PONTIAC, Mich. -- A retired judge accused of leading a double life with his wife and three children and a second woman who bore him nine children has been barred from hearing cases as a visiting judge.
The action against former Oakland County Circuit Judge William Beer was taken Wednesday by the administrator of the Michigan Supreme Court on the advice of the state Judicial Tenure Commission.
Beer, 74, receives a $19,965 annual pension from the state.
'Beer is not being given any more (visiting judge) assignments,' administrator Harold Hoag said.
It was not immediately clear if the action was the result of his double life or of his controversial decision in a Kalamazoo case last year that allowed a convicted rapist to go free.
Hoag refused to elaborate on the decision other than to say it was entirely 'based on my own judgment.' He said the tenure commission's report is 'confidential unless a formal complaint is filed.'
Charges that Beer led a double life with two families during his 22 years on the bench were raised in a complaint filed last November by Phyllis Rapaport, 66, whose 1972 divorce was heard by Beer.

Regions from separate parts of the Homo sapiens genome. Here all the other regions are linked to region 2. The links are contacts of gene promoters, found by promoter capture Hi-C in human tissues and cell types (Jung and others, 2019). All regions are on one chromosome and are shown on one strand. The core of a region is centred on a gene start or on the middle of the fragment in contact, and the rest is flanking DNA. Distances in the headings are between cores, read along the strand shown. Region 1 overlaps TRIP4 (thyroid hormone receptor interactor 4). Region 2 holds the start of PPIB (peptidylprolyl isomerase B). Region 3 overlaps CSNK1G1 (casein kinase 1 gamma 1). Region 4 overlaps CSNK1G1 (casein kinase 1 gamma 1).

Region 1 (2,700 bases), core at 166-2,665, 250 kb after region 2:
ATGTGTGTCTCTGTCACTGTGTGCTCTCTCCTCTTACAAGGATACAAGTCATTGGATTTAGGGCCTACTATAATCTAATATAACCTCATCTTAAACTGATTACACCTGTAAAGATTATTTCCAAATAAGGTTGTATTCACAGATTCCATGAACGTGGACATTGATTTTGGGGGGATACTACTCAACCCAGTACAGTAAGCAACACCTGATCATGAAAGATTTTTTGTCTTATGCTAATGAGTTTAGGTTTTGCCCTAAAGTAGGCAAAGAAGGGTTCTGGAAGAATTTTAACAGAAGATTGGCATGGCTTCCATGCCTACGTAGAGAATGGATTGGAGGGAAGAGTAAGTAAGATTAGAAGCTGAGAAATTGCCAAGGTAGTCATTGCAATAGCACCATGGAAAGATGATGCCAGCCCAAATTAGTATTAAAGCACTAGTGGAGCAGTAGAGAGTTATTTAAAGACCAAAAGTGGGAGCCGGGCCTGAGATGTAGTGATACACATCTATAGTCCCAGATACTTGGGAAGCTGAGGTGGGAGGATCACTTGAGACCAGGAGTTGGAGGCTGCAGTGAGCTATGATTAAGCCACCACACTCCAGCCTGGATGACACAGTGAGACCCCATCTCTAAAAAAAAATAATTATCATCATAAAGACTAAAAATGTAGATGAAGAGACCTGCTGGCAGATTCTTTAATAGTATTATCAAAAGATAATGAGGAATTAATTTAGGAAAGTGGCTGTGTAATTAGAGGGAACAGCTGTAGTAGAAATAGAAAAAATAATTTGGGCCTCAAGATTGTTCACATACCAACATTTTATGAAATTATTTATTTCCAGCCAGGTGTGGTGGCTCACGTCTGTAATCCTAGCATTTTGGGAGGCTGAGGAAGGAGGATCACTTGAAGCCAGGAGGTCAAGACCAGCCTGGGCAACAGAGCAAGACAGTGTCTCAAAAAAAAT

'I watched Beer for over two years in the courtroom and he has a long career of definite bias against women in divorce and custody matters,' Ms. Rapaport said Wednesday.
In a copyright interview in the Oakland Press, Beer's first wife of 49 years, Dora, described how her ex-huxband split his time between his legal family in Berkley and his secret life in Detroit.
'He had such good alibis,' Mrs. Beer told the newspaper. 'He was busy with the Masons, he was busy with the Democrats. He was a busy man.'
Beer's relationship with the woman who is now his second wife, Barbara Santimo, apparently began in 1946 in Rogers City where he had a law practice. Ms. Santimo, then 19, was his secretary. He later moved to Marquette and then to Berkley while Ms. Santimo moved to Detroit. He finally divorced Dora Beers and married Ms. Santimo in 1979.
Detroit News columnist Matt Beer, one of Beer's nine children by Ms. Santimo, said it 'was only a matter of time before this came out.
'This has been an open secret and one of the worst-kept ones in town for some time,' he said. 'It's actually a major exercise in ax-grinding. I think Dora running off to a newspaper with all of this is an indication of why he left her in the first place.'
In the Kalamazoo case, Beer, serving as a visiting judge last September, delayed the sentencing of convicted rapist Mark Alexander 'to see how he would act in society.' The sentencing delay angered feminists and prosecutors alike.
Beer left the Oakland County bench in 1980.